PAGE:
Etymology
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heather (n.)

early 14c., hathir, from Old English *hæddre, Scottish or northern England dialect name for Calluna vulgaris, probably altered by heath, but real connection to that word is unlikely [Liberman, OED]. Perhaps originally Celtic. As a fem. proper name little used in U.S. before 1935, but a top-15 name for girls born there 1971-1989.

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white-out (n.)

1946 as an extreme snow condition on the U.S. prairie, from white as a verb + out (adv.). From 1977 as a liquid correction for paper.

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lily-white (adj.)

early 14c., from lily + white (adj.); from 1903 with reference to whites-only segregation; 1961 as "irreproachable."

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white-tail (n.)

type of North American deer, 1872, from white (adj.) + tail (n.).

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white-hot (adj.)

"heated to full incandescence," 1820, from white (adj.) + hot (adj.). White heat is from 1710; figurative sense of "state of intense or extreme emotion" first recorded 1839.

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off-white (n.)

"white with a tinge of gray or yellow;" as an adjective, "almost the same as white," 1927, from off (prep.) + white (n.).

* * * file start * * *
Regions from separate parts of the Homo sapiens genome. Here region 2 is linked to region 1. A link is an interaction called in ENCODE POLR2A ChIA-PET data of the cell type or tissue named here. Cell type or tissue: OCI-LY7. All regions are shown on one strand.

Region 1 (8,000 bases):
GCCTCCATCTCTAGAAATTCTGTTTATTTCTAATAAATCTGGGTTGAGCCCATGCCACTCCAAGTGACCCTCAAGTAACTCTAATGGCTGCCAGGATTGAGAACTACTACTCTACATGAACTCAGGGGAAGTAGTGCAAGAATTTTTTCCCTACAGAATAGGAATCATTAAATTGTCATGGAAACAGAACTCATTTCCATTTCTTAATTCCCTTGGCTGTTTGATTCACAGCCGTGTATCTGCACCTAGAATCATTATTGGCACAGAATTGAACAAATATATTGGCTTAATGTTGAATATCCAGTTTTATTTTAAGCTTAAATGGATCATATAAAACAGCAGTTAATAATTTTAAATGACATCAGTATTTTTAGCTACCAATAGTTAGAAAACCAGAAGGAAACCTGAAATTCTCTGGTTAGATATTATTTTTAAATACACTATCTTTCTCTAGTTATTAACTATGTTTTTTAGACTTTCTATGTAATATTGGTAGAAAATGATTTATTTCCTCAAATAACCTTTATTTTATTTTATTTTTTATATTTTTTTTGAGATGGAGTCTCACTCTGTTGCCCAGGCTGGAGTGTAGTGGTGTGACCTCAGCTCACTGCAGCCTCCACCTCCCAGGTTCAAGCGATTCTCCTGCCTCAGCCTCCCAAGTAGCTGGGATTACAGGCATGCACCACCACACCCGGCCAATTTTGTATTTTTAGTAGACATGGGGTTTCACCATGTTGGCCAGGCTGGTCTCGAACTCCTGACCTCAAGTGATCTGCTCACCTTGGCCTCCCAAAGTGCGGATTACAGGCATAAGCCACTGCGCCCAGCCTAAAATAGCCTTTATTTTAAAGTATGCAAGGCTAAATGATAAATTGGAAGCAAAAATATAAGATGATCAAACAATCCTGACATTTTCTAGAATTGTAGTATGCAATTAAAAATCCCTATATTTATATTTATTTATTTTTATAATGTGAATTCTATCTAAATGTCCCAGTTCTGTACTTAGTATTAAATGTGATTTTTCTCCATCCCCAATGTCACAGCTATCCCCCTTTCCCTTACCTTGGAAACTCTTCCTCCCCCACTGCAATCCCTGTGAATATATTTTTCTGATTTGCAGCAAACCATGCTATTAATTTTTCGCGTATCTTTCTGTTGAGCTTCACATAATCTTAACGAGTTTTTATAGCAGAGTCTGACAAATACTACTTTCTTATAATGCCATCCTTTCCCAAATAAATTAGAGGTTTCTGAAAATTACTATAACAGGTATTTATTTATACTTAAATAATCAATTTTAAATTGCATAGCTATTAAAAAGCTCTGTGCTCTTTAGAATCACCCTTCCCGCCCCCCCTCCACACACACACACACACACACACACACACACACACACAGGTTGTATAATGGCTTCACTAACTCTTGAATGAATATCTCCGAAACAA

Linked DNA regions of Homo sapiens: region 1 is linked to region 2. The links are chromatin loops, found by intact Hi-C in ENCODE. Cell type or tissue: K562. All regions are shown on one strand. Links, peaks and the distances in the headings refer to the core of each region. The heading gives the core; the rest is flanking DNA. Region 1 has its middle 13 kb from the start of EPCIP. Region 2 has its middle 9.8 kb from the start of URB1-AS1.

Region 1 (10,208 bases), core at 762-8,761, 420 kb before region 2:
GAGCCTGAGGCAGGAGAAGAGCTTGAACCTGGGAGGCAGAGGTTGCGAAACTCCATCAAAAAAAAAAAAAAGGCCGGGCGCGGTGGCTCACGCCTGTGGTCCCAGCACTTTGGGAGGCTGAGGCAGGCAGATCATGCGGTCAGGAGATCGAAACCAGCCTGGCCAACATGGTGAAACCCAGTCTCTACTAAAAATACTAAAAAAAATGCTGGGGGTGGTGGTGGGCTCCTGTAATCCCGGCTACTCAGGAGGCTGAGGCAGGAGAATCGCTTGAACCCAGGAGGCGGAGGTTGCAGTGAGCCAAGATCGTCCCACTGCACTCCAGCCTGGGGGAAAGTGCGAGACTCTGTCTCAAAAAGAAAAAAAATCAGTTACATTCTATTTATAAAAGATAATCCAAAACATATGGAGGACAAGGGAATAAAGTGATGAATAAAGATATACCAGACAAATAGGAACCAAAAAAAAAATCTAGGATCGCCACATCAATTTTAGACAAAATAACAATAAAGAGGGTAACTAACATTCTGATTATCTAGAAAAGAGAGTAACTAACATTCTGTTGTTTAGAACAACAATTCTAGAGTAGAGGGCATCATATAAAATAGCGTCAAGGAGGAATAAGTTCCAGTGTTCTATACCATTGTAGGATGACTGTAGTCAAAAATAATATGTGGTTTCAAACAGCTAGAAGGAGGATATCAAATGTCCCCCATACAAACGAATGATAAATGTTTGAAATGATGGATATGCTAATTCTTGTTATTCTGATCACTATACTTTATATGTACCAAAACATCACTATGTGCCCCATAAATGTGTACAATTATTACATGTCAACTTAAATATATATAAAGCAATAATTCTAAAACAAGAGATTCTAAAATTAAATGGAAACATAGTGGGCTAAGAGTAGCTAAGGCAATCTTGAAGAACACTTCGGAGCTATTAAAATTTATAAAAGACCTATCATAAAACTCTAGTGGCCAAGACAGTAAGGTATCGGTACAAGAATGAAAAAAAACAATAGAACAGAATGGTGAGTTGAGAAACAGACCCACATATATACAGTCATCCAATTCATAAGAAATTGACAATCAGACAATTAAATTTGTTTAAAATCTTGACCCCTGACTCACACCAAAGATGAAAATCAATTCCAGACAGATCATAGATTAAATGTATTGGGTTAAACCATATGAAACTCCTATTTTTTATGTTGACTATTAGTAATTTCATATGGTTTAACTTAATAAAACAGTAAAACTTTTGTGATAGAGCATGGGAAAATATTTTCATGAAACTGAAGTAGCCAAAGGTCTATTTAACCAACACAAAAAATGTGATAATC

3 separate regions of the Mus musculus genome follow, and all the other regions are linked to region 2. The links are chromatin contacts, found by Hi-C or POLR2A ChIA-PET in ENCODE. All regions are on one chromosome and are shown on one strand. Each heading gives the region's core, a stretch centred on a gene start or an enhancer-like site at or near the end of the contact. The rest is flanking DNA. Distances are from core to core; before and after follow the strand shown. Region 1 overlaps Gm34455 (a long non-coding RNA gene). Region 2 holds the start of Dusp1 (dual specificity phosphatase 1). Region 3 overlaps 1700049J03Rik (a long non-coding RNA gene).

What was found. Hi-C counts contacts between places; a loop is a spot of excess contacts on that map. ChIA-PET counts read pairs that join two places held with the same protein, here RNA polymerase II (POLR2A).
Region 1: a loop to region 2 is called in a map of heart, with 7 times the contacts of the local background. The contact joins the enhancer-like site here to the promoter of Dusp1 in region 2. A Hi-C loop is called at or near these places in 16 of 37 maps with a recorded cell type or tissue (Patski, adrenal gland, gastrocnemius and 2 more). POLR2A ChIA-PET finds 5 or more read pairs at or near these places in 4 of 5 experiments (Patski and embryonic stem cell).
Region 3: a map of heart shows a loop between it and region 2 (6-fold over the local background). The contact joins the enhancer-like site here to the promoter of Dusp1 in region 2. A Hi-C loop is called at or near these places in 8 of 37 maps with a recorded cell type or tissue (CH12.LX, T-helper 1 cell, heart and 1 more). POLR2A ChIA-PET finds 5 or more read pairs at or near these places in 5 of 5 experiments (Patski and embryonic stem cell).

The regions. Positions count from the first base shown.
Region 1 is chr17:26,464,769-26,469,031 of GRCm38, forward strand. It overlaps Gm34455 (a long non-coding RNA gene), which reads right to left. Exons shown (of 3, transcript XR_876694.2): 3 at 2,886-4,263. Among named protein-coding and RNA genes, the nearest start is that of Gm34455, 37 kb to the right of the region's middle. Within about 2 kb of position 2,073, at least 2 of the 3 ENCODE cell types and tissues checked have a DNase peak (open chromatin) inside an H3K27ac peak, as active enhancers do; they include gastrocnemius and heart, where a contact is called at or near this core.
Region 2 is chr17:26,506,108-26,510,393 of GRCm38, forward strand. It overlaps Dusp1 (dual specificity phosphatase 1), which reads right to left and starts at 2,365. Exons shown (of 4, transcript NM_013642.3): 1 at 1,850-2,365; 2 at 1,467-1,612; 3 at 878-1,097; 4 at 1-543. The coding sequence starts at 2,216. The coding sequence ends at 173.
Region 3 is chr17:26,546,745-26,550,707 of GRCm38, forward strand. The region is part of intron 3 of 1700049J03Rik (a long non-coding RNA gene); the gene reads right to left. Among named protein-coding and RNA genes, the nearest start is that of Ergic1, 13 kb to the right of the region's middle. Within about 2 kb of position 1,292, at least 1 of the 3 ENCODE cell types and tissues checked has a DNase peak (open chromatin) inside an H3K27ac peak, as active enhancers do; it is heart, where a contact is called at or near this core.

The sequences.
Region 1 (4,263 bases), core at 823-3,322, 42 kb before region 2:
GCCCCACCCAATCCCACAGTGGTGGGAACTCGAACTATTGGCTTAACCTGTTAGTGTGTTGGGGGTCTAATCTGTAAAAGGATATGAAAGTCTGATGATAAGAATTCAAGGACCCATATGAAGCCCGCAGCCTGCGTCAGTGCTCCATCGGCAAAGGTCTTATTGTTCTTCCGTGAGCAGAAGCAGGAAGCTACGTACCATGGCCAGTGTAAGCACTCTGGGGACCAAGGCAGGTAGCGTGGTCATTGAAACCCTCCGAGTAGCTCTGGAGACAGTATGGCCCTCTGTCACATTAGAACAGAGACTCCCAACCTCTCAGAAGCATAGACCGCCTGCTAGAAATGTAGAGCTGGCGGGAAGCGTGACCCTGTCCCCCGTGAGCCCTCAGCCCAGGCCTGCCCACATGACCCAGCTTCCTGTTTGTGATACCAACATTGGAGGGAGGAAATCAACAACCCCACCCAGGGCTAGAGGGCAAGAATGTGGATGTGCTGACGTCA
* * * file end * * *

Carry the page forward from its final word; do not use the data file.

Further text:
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snow-white (adj.)

Old English snawhwit (glossing Latin niveus), from snow (n.) + white (adj.). Similar formation in Dutch sneeuwwit, Middle Low German snewhit, German schneeweiss, Old Norse snæhvitr, Swedish snöhvit, Danish snehvid. The fairy tale is so-called from 1885, translating German Schneewittchen in Grimm; the German name was used in English by 1858.

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white-collar (adj.)

by 1911, perhaps 1909, from white (adj.) + collar (n.).

The white collar men are your clerks; they are your bookkeepers, your cashiers, your office men. We call them the 'white collar men' in order to distinguish them from the men who work with uniform and overalls and carry the dinner pails. The boys over on the West side got that name for them. It was supposed to be something a little better than they were. [Malcolm McDowell, quoted in Chicago Commerce, June 12, 1914]

White-collar crime attested by 1957 (there is a white-collar criminaloids from 1934).

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